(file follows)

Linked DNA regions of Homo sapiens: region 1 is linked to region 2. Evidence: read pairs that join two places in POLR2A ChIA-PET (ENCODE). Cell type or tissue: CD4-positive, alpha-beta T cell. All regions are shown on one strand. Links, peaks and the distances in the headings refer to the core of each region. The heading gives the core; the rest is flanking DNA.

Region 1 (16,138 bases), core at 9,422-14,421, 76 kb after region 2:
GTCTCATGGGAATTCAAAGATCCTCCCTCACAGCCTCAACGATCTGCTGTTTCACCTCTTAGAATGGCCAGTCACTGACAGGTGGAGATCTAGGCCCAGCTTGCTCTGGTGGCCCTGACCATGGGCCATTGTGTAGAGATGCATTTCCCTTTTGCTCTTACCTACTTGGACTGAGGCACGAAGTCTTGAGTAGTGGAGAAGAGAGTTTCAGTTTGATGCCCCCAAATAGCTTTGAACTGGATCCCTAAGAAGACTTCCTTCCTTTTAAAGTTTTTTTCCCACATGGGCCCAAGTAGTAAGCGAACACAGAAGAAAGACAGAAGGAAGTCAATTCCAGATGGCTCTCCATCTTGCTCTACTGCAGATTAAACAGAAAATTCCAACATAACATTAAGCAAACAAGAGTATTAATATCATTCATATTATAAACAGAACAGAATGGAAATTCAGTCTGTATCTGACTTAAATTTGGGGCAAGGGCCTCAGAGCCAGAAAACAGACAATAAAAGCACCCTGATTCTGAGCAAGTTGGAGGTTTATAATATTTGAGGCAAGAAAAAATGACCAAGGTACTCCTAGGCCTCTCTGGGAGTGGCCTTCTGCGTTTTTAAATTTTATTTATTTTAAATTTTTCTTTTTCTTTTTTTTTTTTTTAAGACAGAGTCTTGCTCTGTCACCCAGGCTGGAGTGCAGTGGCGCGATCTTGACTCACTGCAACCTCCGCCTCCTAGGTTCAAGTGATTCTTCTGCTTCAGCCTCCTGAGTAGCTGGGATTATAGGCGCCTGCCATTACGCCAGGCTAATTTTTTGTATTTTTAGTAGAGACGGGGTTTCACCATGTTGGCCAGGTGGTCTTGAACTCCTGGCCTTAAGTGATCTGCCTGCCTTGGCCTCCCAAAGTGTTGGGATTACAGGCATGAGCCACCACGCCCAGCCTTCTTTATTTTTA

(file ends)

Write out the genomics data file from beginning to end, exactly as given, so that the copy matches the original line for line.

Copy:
Linked DNA regions of Homo sapiens: region 1 is linked to region 2. Evidence: read pairs that join two places in POLR2A ChIA-PET (ENCODE). Cell type or tissue: CD4-positive, alpha-beta T cell. All regions are shown on one strand. Links, peaks and the distances in the headings refer to the core of each region. The heading gives the core; the rest is flanking DNA.

Region 1 (16,138 bases), core at 9,422-14,421, 76 kb after region 2:
GTCTCATGGGAATTCAAAGATCCTCCCTCACAGCCTCAACGATCTGCTGTTTCACCTCTTAGAATGGCCAGTCACTGACAGGTGGAGATCTAGGCCCAGCTTGCTCTGGTGGCCCTGACCATGGGCCATTGTGTAGAGATGCATTTCCCTTTTGCTCTTACCTACTTGGACTGAGGCACGAAGTCTTGAGTAGTGGAGAAGAGAGTTTCAGTTTGATGCCCCCAAATAGCTTTGAACTGGATCCCTAAGAAGACTTCCTTCCTTTTAAAGTTTTTTTCCCACATGGGCCCAAGTAGTAAGCGAACACAGAAGAAAGACAGAAGGAAGTCAATTCCAGATGGCTCTCCATCTTGCTCTACTGCAGATTAAACAGAAAATTCCAACATAACATTAAGCAAACAAGAGTATTAATATCATTCATATTATAAACAGAACAGAATGGAAATTCAGTCTGTATCTGACTTAAATTTGGGGCAAGGGCCTCAGAGCCAGAAAACAGACAATAAAAGCACCCTGATTCTGAGCAAGTTGGAGGTTTATAATATTTGAGGCAAGAAAAAATGACCAAGGTACTCCTAGGCCTCTCTGGGAGTGGCCTTCTGCGTTTTTAAATTTTATTTATTTTAAATTTTTCTTTTTCTTTTTTTTTTTTTTAAGACAGAGTCTTGCTCTGTCACCCAGGCTGGAGTGCAGTGGCGCGATCTTGACTCACTGCAACCTCCGCCTCCTAGGTTCAAGTGATTCTTCTGCTTCAGCCTCCTGAGTAGCTGGGATTATAGGCGCCTGCCATTACGCCAGGCTAATTTTTTGTATTTTTAGTAGAGACGGGGTTTCACCATGTTGGCCAGGTGGTCTTGAACTCCTGGCCTTAAGTGATCTGCCTGCCTTGGCCTCCCAAAGTGTTGGGATTACAGGCATGAGCCACCACGCCCAGCCTTCTTTATTTTTA